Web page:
The History Channel’s 2008 City of the Future: A Design & Engineering Challenge has come to close. For one week in January, eight teams in San Francisco, Washington, D.C., and Atlanta competed “to envision what their city might look like in 100 years.”
“Symbiotic and multi-scalar, HYDRO-NET is proposed as an occupiable infrastructure that organizes critical flows of the city. It provides an underground arterial circulation network for hydrogen-fueled hover-cars, removing higher speed traffic from city streets. HYDRO-NET emerges above ground at the waterfront and multiple neighborhood nodal points. HYDRO-NET serves to simultaneously collect, distribute and store water and power tapped from vast existing underground geothermal fields and aquifers stretching from Golden Gate Park to SFO. New porous pavement replaces today’s streets allowing rain runoff now sent into storm sewers to recharge the aquifers. HYDRO-NET also links to an array of fog harvesters, further diversifying San Francisco’s sources of water. Built with automated drilling robots, HYDRO-NET’s tunnel walls are structured using carbon nanotube technology. Algae ponds reoccupy areas along the Bay impacted by the projected 5 meter water level rise of global climate change. This new aquaculture zone provides the raw material for the production of hydrogen fuel that is stored and distributed within the nanotube tunnel walls. New high-density housing coexists with this aquaculture zone as a forest of sinuous towers.”
One of two Runner-ups, Fougeron Architecture was the recipient of the Infinity Innovative Design Award with their proposal of a city plan incorporating two hundred forty story agricultural towers (see above). The towers are based on “schemes by Columbia University microbiology Professor Dickson Despommier to grow food in specialized towers he calls “vertical farms“. Hydroponic farms “bountiful enough to feed ten million people. They’d use solar energy and recirculated water.” A concept that draws some parallels to Madrid’s planned Air Tree structure.
The San Francisco Chronicle’s John King was a particular proponent of Fougeron’s concept, noting that HYDRO-NET is “just so out there. By comparison, Fougeron carries things to a conceivable extreme. The concept reflects reality in another way as well. When Fougeron made her presentation, she quipped that the first agricultural tower would rise in 2050 because “it takes time get things through” the planning approval process.” A planning approval process that is especially notorious in San Francisco.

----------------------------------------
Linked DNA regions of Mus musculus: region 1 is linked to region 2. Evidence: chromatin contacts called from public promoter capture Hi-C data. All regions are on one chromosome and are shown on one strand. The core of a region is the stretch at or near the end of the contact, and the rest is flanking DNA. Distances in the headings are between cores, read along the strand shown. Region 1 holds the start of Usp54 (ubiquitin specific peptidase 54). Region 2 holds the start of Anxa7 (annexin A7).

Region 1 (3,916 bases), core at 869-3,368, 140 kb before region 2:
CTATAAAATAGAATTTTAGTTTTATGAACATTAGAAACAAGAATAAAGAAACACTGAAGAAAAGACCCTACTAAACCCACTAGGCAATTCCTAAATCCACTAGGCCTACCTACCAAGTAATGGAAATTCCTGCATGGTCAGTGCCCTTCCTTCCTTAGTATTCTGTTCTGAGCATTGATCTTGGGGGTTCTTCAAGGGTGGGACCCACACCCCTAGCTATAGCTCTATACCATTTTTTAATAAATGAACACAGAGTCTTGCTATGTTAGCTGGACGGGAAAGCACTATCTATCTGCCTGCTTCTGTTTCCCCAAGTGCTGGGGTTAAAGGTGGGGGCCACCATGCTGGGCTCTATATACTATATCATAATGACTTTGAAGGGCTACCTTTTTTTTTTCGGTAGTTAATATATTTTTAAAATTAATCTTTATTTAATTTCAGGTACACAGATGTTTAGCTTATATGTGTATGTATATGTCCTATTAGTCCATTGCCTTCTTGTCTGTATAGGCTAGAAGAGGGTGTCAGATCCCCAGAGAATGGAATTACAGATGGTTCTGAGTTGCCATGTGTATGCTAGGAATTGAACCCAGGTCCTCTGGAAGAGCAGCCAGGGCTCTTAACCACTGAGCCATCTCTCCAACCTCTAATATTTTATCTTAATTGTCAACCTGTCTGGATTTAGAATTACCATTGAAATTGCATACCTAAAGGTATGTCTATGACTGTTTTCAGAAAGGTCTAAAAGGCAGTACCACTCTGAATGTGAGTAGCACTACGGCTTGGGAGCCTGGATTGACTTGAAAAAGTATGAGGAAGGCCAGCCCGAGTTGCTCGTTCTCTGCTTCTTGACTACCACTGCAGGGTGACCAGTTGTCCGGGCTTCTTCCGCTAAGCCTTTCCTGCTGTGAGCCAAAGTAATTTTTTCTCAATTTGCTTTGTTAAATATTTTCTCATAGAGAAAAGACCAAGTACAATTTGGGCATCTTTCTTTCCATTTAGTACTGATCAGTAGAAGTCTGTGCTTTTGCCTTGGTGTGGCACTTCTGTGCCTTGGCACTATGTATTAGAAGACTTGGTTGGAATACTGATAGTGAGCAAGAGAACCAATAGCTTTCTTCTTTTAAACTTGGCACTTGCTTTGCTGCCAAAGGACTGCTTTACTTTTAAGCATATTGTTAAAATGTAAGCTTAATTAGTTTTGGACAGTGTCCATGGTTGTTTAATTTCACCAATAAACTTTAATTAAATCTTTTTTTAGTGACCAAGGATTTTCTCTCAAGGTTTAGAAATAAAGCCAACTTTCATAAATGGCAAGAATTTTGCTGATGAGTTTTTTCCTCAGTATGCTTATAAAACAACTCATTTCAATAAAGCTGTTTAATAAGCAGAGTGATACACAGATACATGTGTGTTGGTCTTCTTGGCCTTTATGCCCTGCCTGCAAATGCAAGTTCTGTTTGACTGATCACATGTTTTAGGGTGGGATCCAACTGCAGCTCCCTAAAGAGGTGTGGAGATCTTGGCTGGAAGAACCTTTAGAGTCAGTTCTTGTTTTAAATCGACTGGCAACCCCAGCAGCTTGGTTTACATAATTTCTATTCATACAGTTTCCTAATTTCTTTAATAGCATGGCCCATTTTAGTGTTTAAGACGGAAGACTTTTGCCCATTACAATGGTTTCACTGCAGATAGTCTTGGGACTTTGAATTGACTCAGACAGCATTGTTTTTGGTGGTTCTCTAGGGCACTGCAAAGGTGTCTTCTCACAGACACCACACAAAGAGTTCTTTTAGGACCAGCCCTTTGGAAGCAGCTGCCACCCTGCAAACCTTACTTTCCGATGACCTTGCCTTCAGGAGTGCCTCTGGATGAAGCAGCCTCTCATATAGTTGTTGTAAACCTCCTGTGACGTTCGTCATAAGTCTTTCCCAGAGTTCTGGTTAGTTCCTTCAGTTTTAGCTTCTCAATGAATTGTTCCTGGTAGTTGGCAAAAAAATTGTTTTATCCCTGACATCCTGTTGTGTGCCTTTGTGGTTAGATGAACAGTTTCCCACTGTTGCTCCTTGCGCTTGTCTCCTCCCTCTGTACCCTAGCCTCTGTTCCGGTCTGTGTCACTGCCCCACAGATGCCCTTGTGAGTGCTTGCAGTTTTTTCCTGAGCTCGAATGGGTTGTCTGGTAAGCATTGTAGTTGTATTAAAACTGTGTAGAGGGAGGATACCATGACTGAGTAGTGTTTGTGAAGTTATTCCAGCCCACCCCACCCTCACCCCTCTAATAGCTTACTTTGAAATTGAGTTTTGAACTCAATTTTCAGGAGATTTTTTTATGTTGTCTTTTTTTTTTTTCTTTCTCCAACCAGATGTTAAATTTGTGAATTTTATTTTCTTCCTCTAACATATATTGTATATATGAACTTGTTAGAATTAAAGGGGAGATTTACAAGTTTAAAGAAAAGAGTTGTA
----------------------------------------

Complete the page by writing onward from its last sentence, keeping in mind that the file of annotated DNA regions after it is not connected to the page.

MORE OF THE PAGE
Fougeron “took plenty of liberties, such as assuming that by 2108 cars will be banned from the city – allowing hydroponic farms to sprout in thousands of unneeded garages”. Fougeron’s concept focuses on food supply in an effort to “develop a more comprehensive approach”. Could the Mayor’s plan to impart thousands of shared bikes in the city and dubious rumours of a thirty storey Vertical Farm planned for Las Vegas begin to lay the groundwork for such an audacious idea?
The concept of elevated farms also proved popular in the Washington, D.C. area challenge as reported by Michael E. Ruane of The Washington Post in Visions of a Brave New Washington. Winner Beyer Blinder Belle, “looked into the city’s future and saw “totemtic” towers raised on the sites of the old forts.” “The towers would have to be huge — taller than the Sears Tower in Chicago — to harvest the wind for power. The sides of the towers would capture solar energy, and farms would be spread across lower levels.” “Hassan’s plan envisions the Mall inundated with water from the Capitol to the Lincoln Memorial, much as it was when the Tiber Creek ran where the Mall is now. Transform what is referred to as the National Mall today…to become a water mall, [and] reflect all the monuments and memorials into it.”
Drought was a key concern among architects’ concepts for Atlanta Landscape architecture and urban/environmental planning firm EDAW were awarded for their concept of shifting the city’s streams back above ground.
Many cities are littered with streams that were built over and used as the basis for a sewerage system. The notion of shifting them above ground from antiquated sewer systems and filtering the water is surprising to say the least.